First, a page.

Rugby Australia are set to place a focus on recruiting NRL stars ahead of the 2027 Rugby World Cup.
Following their successful bid to secure the rights to the international tournament - which is touted as the third biggest sporting event in the world - RA could look to rekindle an interest in some of the NRL's top names in a move similar to that of 19 years ago.
Ahead of the 2003 Rugby World Cup, the Wallabies were able to pry Lote Tuqiri, Wendell Sailor and Mat Rogers as part of a cross-code raid, which saw Australia land a runner-up placing behind England.
Ahead of the next edition of a World Cup down under, RA chairman Hamish McLennan told The Sun-Herald that the Wallabies will look to ignite another wave of interest in rugby league players ahead of the tournament.
“These players love the game and they know that a Rugby World Cup experience in Australia can’t be replicated by league,” McLennan said.
“We’ve already chatted with a few (NRL) players who are interested in joining us and now that we’ve got the World Cup, I’m sure that those discussions will intensify.”
Roosters duo Joseph Suaalii and Angus Crichton have been reported as previous targets of Rugby Australia, with the former to be 24 years of age come the 2027 World Cup.
More Chooks in Connor Watson and Luke Keary also have a history with the 15-man game, as do Origin representatives Jaydn Su'A and Tyson Frizell.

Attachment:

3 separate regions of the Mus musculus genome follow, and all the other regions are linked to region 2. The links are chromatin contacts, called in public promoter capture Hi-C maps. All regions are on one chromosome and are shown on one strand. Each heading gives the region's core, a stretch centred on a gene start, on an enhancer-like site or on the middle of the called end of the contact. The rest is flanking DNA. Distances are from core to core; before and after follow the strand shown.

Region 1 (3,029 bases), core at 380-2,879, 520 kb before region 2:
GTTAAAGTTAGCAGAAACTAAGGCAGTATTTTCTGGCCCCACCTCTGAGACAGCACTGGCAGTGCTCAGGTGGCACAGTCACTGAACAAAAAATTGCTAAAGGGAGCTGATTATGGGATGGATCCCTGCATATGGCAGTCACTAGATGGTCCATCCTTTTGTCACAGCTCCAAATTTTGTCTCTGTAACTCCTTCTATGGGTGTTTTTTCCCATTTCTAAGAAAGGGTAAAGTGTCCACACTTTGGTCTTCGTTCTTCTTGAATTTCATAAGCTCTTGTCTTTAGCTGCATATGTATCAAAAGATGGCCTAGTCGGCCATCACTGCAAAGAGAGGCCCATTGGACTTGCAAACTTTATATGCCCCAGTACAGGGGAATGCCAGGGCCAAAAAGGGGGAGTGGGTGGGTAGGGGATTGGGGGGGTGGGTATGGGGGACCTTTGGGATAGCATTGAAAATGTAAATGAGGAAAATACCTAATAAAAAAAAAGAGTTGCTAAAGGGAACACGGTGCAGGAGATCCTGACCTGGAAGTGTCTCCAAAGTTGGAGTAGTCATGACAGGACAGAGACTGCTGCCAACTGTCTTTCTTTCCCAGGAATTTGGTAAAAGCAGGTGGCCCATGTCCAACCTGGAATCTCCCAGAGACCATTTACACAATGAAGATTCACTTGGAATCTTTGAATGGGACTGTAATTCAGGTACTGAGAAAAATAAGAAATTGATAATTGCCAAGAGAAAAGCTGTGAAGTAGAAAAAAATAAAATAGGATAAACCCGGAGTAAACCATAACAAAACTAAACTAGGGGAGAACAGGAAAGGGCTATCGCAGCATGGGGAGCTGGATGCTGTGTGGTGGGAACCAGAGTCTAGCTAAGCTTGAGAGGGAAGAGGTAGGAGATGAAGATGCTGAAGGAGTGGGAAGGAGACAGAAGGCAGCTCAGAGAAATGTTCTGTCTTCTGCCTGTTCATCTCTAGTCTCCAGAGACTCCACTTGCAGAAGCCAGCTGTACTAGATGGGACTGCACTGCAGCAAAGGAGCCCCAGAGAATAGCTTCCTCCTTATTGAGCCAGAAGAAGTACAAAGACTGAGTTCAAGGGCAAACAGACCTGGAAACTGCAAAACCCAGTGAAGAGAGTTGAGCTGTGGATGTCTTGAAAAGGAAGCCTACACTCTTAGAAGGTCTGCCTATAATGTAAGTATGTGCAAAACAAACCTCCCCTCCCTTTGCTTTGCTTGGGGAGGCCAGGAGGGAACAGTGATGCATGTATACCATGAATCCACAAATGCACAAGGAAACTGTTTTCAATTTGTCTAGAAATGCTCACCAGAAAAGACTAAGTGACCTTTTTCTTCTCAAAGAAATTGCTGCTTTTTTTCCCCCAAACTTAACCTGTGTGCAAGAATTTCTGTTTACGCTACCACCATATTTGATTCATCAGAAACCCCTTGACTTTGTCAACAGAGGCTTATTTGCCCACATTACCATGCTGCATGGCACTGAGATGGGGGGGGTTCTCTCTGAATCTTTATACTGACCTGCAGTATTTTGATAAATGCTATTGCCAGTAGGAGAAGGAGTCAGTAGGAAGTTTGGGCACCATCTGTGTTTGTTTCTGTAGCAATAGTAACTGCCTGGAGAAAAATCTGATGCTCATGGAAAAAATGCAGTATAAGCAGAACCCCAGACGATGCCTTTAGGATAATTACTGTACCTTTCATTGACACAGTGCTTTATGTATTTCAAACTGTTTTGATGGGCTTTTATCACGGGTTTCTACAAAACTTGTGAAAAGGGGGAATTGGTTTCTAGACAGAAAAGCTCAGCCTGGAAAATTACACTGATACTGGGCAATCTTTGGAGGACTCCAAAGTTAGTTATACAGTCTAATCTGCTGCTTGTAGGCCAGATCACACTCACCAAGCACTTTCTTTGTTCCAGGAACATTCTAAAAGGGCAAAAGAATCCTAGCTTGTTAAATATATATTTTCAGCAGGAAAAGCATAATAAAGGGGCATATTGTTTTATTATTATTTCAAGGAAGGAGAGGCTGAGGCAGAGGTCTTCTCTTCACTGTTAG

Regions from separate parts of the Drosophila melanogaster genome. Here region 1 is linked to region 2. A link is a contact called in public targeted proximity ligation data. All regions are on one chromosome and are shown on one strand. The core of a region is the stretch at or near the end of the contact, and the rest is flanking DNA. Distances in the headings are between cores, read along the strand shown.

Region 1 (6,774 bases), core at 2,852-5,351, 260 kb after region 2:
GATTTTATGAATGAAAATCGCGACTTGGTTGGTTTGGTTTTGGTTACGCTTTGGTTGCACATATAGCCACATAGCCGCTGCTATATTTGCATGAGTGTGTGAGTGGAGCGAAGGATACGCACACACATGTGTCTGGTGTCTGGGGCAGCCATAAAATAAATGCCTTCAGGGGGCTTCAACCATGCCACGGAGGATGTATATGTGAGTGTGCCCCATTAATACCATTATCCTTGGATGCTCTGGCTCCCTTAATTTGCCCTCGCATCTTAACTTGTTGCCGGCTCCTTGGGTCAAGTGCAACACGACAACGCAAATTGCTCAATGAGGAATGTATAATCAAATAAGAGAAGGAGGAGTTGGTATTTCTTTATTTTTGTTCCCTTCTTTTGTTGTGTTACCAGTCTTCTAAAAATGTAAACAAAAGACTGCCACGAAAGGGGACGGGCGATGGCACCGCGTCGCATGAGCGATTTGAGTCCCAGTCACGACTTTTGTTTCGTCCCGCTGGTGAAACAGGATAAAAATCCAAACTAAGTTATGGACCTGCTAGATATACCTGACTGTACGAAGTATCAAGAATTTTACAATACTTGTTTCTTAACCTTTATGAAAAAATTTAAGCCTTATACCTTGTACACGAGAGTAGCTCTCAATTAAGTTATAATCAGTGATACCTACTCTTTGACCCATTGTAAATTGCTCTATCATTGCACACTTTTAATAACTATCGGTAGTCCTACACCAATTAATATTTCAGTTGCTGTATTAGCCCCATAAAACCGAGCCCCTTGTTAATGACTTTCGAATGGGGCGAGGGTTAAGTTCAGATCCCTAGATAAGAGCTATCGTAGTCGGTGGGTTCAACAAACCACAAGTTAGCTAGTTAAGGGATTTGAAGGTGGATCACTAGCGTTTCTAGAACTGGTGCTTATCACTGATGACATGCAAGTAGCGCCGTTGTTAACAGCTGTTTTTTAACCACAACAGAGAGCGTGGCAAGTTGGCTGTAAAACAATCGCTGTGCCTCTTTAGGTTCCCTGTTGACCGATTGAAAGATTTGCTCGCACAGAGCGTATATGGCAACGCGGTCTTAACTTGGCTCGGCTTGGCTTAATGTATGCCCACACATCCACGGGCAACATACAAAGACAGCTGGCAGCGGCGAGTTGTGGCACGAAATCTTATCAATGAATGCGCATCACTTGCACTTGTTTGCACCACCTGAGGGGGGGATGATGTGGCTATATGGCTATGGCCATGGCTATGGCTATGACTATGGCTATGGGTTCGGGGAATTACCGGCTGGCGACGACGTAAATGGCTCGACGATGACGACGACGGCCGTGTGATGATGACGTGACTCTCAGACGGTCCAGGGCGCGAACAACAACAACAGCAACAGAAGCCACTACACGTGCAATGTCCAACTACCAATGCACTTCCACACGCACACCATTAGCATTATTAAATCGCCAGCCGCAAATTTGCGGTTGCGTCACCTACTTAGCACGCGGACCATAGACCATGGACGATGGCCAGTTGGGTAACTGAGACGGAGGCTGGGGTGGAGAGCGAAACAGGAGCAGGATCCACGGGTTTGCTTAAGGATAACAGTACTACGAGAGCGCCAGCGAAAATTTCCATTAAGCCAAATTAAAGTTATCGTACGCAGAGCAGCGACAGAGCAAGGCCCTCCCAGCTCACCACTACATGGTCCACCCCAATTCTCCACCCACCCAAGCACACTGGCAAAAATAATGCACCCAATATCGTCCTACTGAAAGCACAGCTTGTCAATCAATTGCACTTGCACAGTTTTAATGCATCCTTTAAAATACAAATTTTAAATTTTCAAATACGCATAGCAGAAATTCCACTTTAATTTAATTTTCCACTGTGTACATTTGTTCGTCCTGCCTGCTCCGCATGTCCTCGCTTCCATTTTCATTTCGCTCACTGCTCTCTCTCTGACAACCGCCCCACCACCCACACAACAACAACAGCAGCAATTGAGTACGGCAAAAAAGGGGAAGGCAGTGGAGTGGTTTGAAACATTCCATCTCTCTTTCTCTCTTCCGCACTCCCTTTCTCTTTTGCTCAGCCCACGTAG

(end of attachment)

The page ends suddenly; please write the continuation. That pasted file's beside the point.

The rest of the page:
Despite a string of stars set to be of interest to RA, NRL chief executive Andrew Abdo has expressed his confidence in being able to swat away the advances of their rugby rivals.
“People are entitled to say what they want and ply their trade how they want,” Abdo said.
“We have seen some unbelievable talent unearthed in our competition year after year. We see some great players retire and then you see some rookie players come through and become fan favourites.
“Why wouldn’t they (stay)? It’s a wonderful game to play, a wonderful game to watch. We have tribalism and passion, a wonderful support base, we’ve got clubs that have unprecedented investment into centres of excellence and new stadiums.
“When a professional athlete makes a choice about where they play, they take a number of considerations into account. We certainly are confident we have the systems in place to attract and develop talent. We will continue to do that.”
Rugby Australia are understood to have a "future fund" nearing $100 million in the works as they prepare to reap the rewards as the host nation of a World Cup.